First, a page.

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Packham calls for Manx support to save 'imperilled' hen harriers

Mr Packham's will bring his 'Pictures From the Edge of the World' show to the Gaiety this Wednesday.

BBC presenter talks raptors, seabirds and Extinction Rebellion to Manx Radio

Wildlife campaigner Chris Packham has asked the Isle of Man to join the fight against the illegal persecution of hen harriers.

As part of a drive led by Wild Justice, his legal group set up to protect threatened species, Mr Packham is raising awareness of criminal activity he says is taking place on British grouse moors, where a number of the raptors have gone missing because they've been shot.

It's a crime which he calls 'as illegal as speeding, robbing post offices or doing over a bank'.

"We're campaigning against this illegal activity and indirectly at driven grouse shooting specifically" he told Manx Radio, "because that industry is underpinned by this illegal activity.

"It's very disappointing that these criminals are besmirching the reputation of the wider shooting fraternity, we have no beef with them, we just want the law upheld.

"And the very sad thing is, while the Isle of Man is not covered in grouse moors, its hen harriers suffer."

Male Hen Harrier hunting a Meadow Pipit. Photo credit: Peter Christian

Mr Packham says he has seen birds, which have been ringed on the Island, migrate to the mainland and go missing 'under suspicious circumstances'.

"The second time I came to the Isle of Man it was to film a hen harrier roosting in the winter time, and I watched at that point about 20 birds going in and it was a thrilling evening.

"Unfortunately, those roosts aren't as busy now because of this persecution."

Manx Seabird Census

Meanwhile, away from the uplands and British moorlands, to what Mr Packham describes as the Island's 'unspoiled' coastline. However in light of a two-year study on the population of Manx seabirds, perhaps there may be more cause for concern.

In May, Manx Birdlife completed its seabird census, the first of its kind in 20 years. It revealed 'worrying' and 'significant declines' to the Island's biomass, which recorded a fall of over 50%.

It's a situation which is being mirrored across the British Isles and indeed, the rest of Europe according to Mr Packham. 

"It [the census] says very clearly to the people of the Isle of Man, that while you have a relatively utopian existence because of isolation and the unspoiled coastline and countryside, you are not immune to that which is impacting us on a global perspective.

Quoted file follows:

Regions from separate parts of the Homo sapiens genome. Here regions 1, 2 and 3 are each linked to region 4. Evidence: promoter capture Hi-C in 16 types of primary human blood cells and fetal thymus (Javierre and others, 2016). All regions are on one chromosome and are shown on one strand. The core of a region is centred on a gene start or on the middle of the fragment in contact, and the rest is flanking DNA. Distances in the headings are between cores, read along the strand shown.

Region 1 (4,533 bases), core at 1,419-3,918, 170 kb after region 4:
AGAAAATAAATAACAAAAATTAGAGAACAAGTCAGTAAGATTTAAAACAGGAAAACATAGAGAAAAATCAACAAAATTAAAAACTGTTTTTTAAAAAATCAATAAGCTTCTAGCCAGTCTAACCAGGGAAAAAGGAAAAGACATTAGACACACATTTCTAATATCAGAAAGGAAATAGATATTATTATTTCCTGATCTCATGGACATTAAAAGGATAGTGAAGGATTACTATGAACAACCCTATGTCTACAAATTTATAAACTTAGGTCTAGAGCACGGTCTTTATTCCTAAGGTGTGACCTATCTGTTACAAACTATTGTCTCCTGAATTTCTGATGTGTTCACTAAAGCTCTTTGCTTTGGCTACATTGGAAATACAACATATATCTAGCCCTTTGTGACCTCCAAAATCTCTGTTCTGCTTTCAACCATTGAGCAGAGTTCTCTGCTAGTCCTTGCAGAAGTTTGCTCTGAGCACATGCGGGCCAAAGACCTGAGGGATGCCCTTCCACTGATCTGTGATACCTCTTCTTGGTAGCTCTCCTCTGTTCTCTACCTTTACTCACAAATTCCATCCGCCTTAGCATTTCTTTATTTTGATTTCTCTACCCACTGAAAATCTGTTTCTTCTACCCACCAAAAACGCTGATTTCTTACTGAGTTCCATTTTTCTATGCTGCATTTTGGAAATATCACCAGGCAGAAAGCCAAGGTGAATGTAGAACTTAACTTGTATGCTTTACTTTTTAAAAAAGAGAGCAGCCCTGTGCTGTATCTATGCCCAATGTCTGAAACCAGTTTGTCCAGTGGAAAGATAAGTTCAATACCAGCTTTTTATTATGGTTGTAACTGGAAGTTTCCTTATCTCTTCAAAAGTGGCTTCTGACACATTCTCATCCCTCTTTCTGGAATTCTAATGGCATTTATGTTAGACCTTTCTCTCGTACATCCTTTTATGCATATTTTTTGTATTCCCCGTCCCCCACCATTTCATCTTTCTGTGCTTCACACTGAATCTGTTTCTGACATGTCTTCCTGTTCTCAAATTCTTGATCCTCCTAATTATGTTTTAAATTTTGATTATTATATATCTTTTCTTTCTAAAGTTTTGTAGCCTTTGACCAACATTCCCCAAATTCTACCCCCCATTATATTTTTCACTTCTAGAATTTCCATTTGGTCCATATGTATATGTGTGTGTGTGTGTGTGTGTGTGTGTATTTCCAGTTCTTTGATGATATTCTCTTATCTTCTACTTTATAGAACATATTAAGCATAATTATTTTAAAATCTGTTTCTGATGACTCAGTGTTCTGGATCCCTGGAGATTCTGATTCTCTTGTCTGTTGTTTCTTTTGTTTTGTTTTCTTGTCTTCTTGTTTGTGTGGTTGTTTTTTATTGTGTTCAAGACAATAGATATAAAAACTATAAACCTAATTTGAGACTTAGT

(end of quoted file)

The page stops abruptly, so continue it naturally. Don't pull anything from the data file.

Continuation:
Puffins are said to have been 'all but extirpated' from the Isle of Man, though a decoy programme is underway on the Calf of Man led by the Manx Wildlife Trust. 

He says the reason for the 'sad' decline lies with two factors; the legacy of over-fishing and climate change, with the latter leading to warmer waters which therefore impact on fish migrations.

"A lot of seabirds in the summertime are dependent on young fish, to feed their own young on. They're the right package size, if you like, in order for it to catch, carry and feed to their young.

"If they [the fish] have shifted, then it's just not optimal for them to be nesting where they previously did. It'll be too far for them to fly.

Mr Packham calls the 'energetic economics' of the birds' present situation simply 'implausible'.

"What we've found with satellite tracking of birds on the Isle of Man, such as shearwaters, is that they're traveling vast distances to find their food.

"They're going way up above Northern Ireland or way down the Irish Sea, into part of the Atlantic in order to find their food."

In light of what has been coined as the 'ecological and climate emergency' the BBC Springwatch presenter, pictured above, addressed a crowd in front of a pink boat in Oxford Circus, earlier in the year.

He endorses the 'peaceful, polite and passive' Extinction Rebellion demonstrations which disrupted the city of London for 10 days and resulted in over a thousand arrests.

"There are plenty of people out there who are cowering in the shadows of a problem which is going to bite them very hard in the bottom. It's time for them to get out, get on their soapbox and start telling everyone the truth about what's going on."

Mr Packham's show 'Pictures From the Edge of the World' comes to the Gaiety Theatre on Wednesday evening.

Tickets are available to order here

You can listen to Manx Radio's full interview with Chris Packham below, where he discusses the need for activism, buying an electric car and his regard for the Island's wildlife:

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